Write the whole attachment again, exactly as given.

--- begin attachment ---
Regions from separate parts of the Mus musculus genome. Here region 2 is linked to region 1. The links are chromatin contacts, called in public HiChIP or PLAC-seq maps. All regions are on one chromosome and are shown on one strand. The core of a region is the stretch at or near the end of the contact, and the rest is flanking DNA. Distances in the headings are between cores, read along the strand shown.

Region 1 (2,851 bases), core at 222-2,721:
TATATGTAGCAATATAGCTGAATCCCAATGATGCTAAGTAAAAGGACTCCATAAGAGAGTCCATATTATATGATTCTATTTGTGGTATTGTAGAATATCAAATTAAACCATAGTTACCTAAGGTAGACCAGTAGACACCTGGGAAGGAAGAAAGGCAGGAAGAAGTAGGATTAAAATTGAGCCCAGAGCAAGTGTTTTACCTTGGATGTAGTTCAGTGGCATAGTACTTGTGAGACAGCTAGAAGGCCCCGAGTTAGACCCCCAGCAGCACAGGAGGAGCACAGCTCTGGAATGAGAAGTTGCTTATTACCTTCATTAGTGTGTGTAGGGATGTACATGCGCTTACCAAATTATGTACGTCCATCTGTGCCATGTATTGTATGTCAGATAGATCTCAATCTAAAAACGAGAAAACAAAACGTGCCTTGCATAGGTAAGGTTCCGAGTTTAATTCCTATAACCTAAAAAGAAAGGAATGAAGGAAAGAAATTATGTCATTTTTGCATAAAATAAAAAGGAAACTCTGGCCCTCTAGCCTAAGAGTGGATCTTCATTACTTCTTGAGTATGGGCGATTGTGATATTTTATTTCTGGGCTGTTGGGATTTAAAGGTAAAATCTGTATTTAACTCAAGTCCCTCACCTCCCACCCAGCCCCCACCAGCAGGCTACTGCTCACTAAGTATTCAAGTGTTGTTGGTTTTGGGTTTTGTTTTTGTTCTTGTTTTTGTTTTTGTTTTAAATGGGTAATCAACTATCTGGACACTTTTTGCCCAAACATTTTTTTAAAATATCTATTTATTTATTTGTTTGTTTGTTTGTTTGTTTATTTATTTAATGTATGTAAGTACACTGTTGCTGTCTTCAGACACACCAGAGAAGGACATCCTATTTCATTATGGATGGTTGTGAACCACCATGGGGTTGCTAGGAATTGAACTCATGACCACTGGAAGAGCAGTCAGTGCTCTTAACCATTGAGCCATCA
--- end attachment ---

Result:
Regions from separate parts of the Mus musculus genome. Here region 2 is linked to region 1. The links are chromatin contacts, called in public HiChIP or PLAC-seq maps. All regions are on one chromosome and are shown on one strand. The core of a region is the stretch at or near the end of the contact, and the rest is flanking DNA. Distances in the headings are between cores, read along the strand shown.

Region 1 (2,851 bases), core at 222-2,721:
TATATGTAGCAATATAGCTGAATCCCAATGATGCTAAGTAAAAGGACTCCATAAGAGAGTCCATATTATATGATTCTATTTGTGGTATTGTAGAATATCAAATTAAACCATAGTTACCTAAGGTAGACCAGTAGACACCTGGGAAGGAAGAAAGGCAGGAAGAAGTAGGATTAAAATTGAGCCCAGAGCAAGTGTTTTACCTTGGATGTAGTTCAGTGGCATAGTACTTGTGAGACAGCTAGAAGGCCCCGAGTTAGACCCCCAGCAGCACAGGAGGAGCACAGCTCTGGAATGAGAAGTTGCTTATTACCTTCATTAGTGTGTGTAGGGATGTACATGCGCTTACCAAATTATGTACGTCCATCTGTGCCATGTATTGTATGTCAGATAGATCTCAATCTAAAAACGAGAAAACAAAACGTGCCTTGCATAGGTAAGGTTCCGAGTTTAATTCCTATAACCTAAAAAGAAAGGAATGAAGGAAAGAAATTATGTCATTTTTGCATAAAATAAAAAGGAAACTCTGGCCCTCTAGCCTAAGAGTGGATCTTCATTACTTCTTGAGTATGGGCGATTGTGATATTTTATTTCTGGGCTGTTGGGATTTAAAGGTAAAATCTGTATTTAACTCAAGTCCCTCACCTCCCACCCAGCCCCCACCAGCAGGCTACTGCTCACTAAGTATTCAAGTGTTGTTGGTTTTGGGTTTTGTTTTTGTTCTTGTTTTTGTTTTTGTTTTAAATGGGTAATCAACTATCTGGACACTTTTTGCCCAAACATTTTTTTAAAATATCTATTTATTTATTTGTTTGTTTGTTTGTTTGTTTATTTATTTAATGTATGTAAGTACACTGTTGCTGTCTTCAGACACACCAGAGAAGGACATCCTATTTCATTATGGATGGTTGTGAACCACCATGGGGTTGCTAGGAATTGAACTCATGACCACTGGAAGAGCAGTCAGTGCTCTTAACCATTGAGCCATCA